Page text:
I loved them all. Twitter is at its best when it’s weird. Whether it’s that day’s main character — remember the Cinnamon Toast Crunch shrimp guy from a few weeks back? — or the next “everything is cake” meme, the site brings the most delight when it’s at its most bizarre. High-gloss, targeted ads detract from that weirdness and remind you that you’re using a multibillion-dollar platform run by supposedly serious people.
But what’s in it for the people buying these promoted tweets? I reached out to most of the users whose ads struck my fancy, but sadly did not hear back from many. After communicating with one tweeter who seemed, shall we say, a bit unbalanced, I finally got in touch with Brooks Elms, a screenwriting coach from Los Angeles, who has been using promoted tweets to attract new clients for about six months. I learned about him because a cryptic ad of his came down my Twitter feed while I was deep into this project.
Brooks tells Input that he does a good job of making sure that he only targets his ads at screenwriters, specifically those who may have expressed interest in coaching. So why did I, a freelance writer who’s never even attempted a screenplay, see one of his ads?
The specific tweet of his I saw was about the archetype of mentors in popular fiction, and mentioned Obi-Wan Kenobi as an example. It also doesn’t mention writing at all. Since I follow a few authors on Twitter and a mountain of pop-culture commentators, this could explain why Twitter thought this specific ad of Brooks’ should come my way.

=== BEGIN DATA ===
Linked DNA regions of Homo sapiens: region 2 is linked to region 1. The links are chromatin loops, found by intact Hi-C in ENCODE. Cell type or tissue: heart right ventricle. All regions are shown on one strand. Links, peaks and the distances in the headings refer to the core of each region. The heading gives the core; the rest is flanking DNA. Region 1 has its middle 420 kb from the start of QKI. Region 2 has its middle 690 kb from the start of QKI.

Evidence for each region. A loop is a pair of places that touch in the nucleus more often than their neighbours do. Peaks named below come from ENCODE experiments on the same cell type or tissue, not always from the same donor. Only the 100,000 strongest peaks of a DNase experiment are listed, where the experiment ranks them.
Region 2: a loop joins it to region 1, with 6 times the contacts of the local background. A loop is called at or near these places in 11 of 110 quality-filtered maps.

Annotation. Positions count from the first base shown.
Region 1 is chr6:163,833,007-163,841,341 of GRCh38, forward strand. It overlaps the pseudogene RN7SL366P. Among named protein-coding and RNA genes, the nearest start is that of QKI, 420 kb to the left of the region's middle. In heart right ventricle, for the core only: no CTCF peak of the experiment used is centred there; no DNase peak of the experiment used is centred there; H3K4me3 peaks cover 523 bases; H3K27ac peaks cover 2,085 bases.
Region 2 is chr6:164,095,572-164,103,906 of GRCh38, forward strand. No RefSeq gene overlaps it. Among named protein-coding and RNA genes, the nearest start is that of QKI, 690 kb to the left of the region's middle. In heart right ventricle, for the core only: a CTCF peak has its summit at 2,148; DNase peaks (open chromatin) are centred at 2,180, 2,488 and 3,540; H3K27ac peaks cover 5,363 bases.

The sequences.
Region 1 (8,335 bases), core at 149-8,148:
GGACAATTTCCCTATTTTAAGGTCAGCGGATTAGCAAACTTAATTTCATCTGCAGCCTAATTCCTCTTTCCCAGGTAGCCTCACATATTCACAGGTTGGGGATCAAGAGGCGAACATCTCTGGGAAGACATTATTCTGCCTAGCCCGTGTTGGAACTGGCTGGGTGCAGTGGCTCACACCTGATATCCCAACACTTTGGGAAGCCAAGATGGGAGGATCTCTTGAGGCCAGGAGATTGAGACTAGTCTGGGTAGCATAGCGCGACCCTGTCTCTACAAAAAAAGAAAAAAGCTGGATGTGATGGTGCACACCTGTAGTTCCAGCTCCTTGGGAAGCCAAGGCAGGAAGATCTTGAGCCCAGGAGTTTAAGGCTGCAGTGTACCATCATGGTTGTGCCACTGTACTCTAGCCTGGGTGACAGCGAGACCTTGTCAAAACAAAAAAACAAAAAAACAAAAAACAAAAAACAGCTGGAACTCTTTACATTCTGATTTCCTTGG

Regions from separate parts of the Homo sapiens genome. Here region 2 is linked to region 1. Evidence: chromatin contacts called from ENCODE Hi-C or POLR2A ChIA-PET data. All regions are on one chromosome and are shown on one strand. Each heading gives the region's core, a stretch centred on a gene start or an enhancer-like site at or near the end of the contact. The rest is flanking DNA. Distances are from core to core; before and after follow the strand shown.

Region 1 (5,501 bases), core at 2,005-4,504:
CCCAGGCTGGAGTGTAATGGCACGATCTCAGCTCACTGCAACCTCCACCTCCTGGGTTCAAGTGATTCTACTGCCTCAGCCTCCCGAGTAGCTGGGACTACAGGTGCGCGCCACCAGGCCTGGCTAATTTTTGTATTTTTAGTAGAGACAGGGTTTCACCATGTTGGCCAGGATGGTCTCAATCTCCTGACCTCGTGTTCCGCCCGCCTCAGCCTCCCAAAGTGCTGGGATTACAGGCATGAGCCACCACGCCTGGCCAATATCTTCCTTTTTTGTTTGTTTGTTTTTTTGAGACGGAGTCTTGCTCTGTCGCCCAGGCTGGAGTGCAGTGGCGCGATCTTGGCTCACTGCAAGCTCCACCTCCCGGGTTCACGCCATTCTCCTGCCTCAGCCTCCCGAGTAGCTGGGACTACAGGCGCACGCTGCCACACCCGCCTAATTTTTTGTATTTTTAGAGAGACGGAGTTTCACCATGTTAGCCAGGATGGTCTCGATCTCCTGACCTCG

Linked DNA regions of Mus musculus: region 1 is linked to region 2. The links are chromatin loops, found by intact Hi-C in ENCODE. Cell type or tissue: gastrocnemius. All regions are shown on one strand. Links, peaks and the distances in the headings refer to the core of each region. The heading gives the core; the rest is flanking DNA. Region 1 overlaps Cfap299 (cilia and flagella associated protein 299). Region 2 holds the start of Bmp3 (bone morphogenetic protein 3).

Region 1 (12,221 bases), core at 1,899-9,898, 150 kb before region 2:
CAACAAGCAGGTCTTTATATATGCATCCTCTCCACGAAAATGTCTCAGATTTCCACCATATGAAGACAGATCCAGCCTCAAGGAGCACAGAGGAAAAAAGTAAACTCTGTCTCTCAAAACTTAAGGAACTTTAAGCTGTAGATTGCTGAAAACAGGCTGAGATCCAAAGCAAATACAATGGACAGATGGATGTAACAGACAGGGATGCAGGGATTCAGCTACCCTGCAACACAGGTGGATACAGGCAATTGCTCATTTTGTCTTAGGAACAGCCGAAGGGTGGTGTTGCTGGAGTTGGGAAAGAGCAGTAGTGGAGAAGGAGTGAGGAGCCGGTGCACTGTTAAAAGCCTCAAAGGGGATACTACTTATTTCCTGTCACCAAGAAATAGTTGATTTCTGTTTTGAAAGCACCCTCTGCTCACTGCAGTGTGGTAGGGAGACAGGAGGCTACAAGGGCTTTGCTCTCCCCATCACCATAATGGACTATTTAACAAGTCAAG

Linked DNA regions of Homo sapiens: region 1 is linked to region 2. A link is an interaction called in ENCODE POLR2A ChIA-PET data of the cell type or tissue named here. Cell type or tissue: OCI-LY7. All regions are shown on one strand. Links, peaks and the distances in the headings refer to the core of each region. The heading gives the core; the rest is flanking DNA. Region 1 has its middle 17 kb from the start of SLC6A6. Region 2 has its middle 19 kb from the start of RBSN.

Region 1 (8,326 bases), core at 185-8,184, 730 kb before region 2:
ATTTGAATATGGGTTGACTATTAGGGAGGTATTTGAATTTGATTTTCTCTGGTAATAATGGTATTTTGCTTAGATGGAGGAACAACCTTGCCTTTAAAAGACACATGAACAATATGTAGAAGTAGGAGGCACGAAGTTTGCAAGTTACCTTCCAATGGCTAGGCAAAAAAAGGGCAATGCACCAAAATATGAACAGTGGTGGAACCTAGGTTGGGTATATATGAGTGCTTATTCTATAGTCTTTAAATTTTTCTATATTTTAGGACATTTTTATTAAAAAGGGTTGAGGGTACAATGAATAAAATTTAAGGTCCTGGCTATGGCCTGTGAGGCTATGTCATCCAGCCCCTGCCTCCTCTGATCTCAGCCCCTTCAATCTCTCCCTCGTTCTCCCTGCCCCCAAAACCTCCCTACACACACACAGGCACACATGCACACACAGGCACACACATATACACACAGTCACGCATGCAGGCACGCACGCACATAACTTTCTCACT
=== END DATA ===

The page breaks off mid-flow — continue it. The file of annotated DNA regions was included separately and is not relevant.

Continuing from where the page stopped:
This isn’t the first time something like this has happened with one of Brooks’ ads. “The most successful tweet I ever promoted was a video of me explaining my work while petting my cat,” he says. “I stopped running it after a few months because I think it exhausted the screenwriting audience and was only popping up in the feeds of cat people.” Brooks says the ad garnered him nearly 500,000 impressions before he shut the campaign down.
Brooks, however, says he’s very satisfied with Twitter ads on the whole. He won’t reveal exactly how many clients they’ve brought in, but he does say that he gets anywhere from 10 to 20 times more useful results from Twitter than Google or Facebook.
Later, I reached Mike Saraswat — the person who started this all for me — about his ad. He owns a U.K.-based marketing firm called EKSTASY and initially intended his promoted post to be an announcement for a concept ad he was making.
“The idea is that it will be a product for something future Mars colonists could buy,” he says. “Totally fictional and more a fun project for me to imagine what kind of ads Martian settlers would see.” Saraswat says that the post was not intended as a way to get an advertising contract from Musk or any of his companies, especially given the fact that the CEO often brags about how he doesn’t need to advertise.
The amount of engagement Saraswat got for what he paid surprised him. He laid out about £150 ($200), garnering more than 600,000 impressions and some 50,000 interactions. He was bemused by the reaction to the ad, which was generally one of confusion.
Saraswat still intends to produce the ad for the Mars rebreather concept when he can arrange production around COVID lockdowns in the U.K. Once he’s done, he plans to boost the finished product on Twitter. I can’t wait to see him pop up in my timeline again.